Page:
For these significant reasons I ask my hon. Friends to support Lords amendment no. 52.
Mr. Torn Ellis
I have tried very hard to follow the thrust of the hon. Member's argument. It seemed to me that he was basing his whole case on the argument that Welsh economic policy, in so far as it has existed over the past 40 years—ever since we first had depressed areas, just before the war—has been determined by central Government. Since Welsh comparative economic history has been anything but satisfactory with this central direction, does not the hon. Member think that the whole of his case is built on rather shaky foundations?
§ Mr. Roberts
Certainly I do not agree with that view. The choice that we are facing now is whether we have an econo- 678 mic and industrial policy which has the full support and resources of central Government, or whether we devolve economic powers to those two bodies which are ultimately dependent for their resources upon this place. It is very clear that by devolving this power to Wales we are weakening the ability of these bodies to achieve the recovery that is needed now.
§ Mr. Kinnock
If I did not know that we have had such a lousy summer that it is impossible, I would think that the hon. Member for Conway (Mr. Roberts) was suffering from heat stroke. He seems to have seen a mirage called "the extension of socialism in Wales" under the auspices of the Welsh Development Agency.
I know that the hon. Gentleman, together with some of his hon. Friends, believes that we already live in some kind of proletarian socialist workers' republic. I suppose that it assists their electioneering, or at least gives them a little more energy for the fight—with or without an election—in order to delude themselves with the idea that we have had significant advances in socialism. Of course it helps with the analysis that the hon. Member has given of the propositions before us tonight to pretend to himself that trade union moguls, as he called them, have got my right hon. Friends around the throat and have choked a concession on the Welsh Development Agency out of them, which now goes into this Cardiff-based Kremlin —the Welsh Assembly.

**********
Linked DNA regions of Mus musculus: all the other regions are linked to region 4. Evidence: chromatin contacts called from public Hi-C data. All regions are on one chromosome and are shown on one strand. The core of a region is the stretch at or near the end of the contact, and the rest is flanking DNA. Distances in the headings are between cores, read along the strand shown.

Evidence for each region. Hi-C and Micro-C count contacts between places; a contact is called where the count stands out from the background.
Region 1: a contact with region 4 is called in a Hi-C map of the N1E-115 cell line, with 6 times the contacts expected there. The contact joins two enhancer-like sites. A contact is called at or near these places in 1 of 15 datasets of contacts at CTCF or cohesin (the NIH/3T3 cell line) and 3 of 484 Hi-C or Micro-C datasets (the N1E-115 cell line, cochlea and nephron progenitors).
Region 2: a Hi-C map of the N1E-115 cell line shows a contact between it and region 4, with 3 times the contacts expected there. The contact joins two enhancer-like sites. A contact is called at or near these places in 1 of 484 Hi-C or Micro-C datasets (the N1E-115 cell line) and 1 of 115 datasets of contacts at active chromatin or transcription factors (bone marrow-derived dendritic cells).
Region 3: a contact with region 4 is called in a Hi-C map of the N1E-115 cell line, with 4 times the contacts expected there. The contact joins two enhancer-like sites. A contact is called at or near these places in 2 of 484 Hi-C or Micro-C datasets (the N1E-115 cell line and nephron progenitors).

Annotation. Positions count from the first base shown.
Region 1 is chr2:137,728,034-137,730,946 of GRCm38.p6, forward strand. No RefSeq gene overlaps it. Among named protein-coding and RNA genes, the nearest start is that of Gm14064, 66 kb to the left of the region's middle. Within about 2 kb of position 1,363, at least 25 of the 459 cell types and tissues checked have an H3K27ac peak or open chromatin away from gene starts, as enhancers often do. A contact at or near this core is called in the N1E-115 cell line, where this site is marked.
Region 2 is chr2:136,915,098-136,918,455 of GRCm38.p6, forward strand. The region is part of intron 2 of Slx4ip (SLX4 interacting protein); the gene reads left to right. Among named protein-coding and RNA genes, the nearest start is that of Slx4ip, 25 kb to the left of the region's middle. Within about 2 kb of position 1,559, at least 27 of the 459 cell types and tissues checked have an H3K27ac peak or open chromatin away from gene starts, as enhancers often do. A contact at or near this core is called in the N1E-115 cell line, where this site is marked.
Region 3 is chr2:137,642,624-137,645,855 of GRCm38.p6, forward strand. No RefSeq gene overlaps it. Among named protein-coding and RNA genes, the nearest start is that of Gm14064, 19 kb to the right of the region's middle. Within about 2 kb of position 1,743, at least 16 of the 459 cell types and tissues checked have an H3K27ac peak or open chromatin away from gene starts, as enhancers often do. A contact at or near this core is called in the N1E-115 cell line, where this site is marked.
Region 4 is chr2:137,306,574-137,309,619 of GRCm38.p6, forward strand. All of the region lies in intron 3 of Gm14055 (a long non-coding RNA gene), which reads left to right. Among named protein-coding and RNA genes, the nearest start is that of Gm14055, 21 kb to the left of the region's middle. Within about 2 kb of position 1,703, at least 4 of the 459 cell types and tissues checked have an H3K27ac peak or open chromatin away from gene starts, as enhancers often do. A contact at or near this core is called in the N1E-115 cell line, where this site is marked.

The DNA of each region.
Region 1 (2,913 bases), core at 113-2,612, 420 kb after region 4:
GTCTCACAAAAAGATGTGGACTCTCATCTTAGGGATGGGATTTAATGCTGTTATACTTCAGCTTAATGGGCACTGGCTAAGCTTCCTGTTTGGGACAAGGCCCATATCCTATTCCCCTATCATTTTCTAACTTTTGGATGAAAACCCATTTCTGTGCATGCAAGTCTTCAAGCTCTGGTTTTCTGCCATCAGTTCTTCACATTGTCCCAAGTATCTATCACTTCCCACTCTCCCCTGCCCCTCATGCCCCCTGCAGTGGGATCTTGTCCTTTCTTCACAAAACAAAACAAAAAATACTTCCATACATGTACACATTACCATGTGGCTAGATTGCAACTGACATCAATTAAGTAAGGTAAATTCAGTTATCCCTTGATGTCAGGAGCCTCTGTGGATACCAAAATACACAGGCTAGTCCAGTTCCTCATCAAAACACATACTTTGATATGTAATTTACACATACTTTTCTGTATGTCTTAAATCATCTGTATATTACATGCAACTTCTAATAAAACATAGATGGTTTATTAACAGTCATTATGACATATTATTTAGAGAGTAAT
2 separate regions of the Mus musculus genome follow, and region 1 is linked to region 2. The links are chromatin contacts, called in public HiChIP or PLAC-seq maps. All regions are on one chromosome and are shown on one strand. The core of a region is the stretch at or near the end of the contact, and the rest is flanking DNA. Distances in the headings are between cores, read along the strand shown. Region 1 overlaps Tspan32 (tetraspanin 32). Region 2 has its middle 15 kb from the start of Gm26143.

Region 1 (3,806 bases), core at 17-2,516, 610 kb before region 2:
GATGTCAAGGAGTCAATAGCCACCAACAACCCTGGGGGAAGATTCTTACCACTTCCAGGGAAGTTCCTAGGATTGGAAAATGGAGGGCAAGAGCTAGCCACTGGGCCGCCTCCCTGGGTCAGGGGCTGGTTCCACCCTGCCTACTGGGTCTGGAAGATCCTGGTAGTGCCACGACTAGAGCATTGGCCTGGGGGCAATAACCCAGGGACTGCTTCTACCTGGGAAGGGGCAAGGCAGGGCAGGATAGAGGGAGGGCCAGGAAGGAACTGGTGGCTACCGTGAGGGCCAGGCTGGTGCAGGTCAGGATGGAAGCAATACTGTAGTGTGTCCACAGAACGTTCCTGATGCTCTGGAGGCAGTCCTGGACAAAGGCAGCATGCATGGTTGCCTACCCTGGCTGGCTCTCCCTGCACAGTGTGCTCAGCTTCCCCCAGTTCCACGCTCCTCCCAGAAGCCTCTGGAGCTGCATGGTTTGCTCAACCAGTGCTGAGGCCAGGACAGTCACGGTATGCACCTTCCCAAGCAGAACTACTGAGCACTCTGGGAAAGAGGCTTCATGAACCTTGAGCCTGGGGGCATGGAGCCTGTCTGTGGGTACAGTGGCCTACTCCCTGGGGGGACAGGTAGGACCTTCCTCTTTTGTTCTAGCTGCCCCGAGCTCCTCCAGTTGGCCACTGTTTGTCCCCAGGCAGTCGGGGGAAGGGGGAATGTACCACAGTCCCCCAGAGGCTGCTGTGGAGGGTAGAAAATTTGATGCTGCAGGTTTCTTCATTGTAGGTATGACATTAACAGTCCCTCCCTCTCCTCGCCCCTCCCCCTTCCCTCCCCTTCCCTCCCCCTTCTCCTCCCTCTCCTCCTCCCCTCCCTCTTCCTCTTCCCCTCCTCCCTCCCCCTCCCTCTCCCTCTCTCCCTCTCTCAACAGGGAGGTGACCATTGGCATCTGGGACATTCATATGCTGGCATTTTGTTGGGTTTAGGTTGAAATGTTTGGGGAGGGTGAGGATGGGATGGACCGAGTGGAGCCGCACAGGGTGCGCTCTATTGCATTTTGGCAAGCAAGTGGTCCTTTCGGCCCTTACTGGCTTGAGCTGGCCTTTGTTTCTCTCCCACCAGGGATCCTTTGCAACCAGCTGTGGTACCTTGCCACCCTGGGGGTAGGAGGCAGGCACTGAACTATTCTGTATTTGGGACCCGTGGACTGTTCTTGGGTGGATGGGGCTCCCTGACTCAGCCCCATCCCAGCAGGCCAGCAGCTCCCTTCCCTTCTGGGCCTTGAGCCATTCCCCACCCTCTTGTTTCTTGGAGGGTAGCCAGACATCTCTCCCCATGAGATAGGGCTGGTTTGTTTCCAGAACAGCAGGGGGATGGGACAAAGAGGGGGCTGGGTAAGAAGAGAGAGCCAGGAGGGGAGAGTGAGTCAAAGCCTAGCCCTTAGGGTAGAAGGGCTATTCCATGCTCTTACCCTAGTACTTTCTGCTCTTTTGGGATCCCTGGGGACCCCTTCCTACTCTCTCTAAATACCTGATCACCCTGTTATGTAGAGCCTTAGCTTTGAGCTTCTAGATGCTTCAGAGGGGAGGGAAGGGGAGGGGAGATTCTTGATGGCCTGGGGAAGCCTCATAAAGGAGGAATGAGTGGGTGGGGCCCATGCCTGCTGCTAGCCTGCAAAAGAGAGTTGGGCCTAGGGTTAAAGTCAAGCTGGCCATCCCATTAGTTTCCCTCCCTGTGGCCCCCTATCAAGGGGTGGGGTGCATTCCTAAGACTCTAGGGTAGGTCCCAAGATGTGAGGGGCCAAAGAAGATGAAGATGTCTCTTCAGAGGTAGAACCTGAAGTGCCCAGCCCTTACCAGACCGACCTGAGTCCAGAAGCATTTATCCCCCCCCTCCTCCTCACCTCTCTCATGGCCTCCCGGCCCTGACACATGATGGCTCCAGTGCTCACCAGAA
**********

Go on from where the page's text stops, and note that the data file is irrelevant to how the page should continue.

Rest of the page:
The hon. Gentleman brought me very close to actually agreeing with my right hon. Friends, but fortunately my hon. Friend the Member for Wrexham (Mr. Ellis) came to my rescue. He restored my perspective which had been so badly distorted by the hon. Member for Conway. My hon Friend the Member for Wrexham got up, and as the true decentralist that he is, put the blame for the economic difficulties of Wales—the horrific 98,500 unemployed and the threats to our future economic efficiency and even survival—at the door of centralisation.
It would have been helpful if my hon. Friend and Members from Plaid Cymru had gone to Bonn in the last couple of days and informed Mr. Fukuda, Herr Schmidt, President Giscard d'Estaing, President Carter and our own dear Prime 679 Minister that the problems afflicting the Western world—trade, inflation and unemployment—were not the consequence of any great economic holocaust that had struck us. It was simply that all these economies were over-centralised. As long as we had some bureaucratic shake-out and some decision-making closer to the people, that 20 million dole queue in the West could be dramatically shortened.
Essentially the proposition that the Welsh Development Agency goes to the Welsh Assembly is all part of that total misconception of the nature of our economic illness in the West, as it is specifically and horrifically applied to Wales. It is because I do not accept that thesis that the location of economic decision-making or the location of economic and industrial sponsorship bodies has made any significant contribution to the kind of difficulties we face that I must oppose the view of my right lion. Friends on the question of the WDA.
The economic survival of Wales, and many other parts of the United Kingdom, depends now, and will depend even more in the foreseeable future, on access to large amounts of public finance for the purpose of maintaining and improving the general business and social environment and for the sponsorship and inspiration of new industrial development.
I do not expect Conservative Members, especially since their further conversion to the religion of inequality, to agree with that point of view. But the fact is that Wales is now afloat on public expenditure and would be a greater and more and industrial desert were it not for public assistance, sponsorship and aid of various kinds.
One of my basic reasons for opposing the kind of devolution proposed by my right hon. Friend is that I think it puts in jeopardy the flow of funds we require and the access that we can democratically insist on having under the present system involving a United Kingdom with a centrally controlled Exchequer and with a Parliament that is ultimately responsible in the way in which expenditure takes place.
I believe that the allocation of the powers of the Welsh Development Agency to a Welsh Assembly would significantly jeopardise the possibilities of obtaining 680 the kind of money needed by the agency either to engage in major industrial development—as I would like to see it doing much more—or what is of equal importance, as the means of priming small industrial and commercial enterprises, which it should do to a much greater extent. Anything that puts such development in jeopardy is unacceptable and retrograde in the development of the Welsh economy.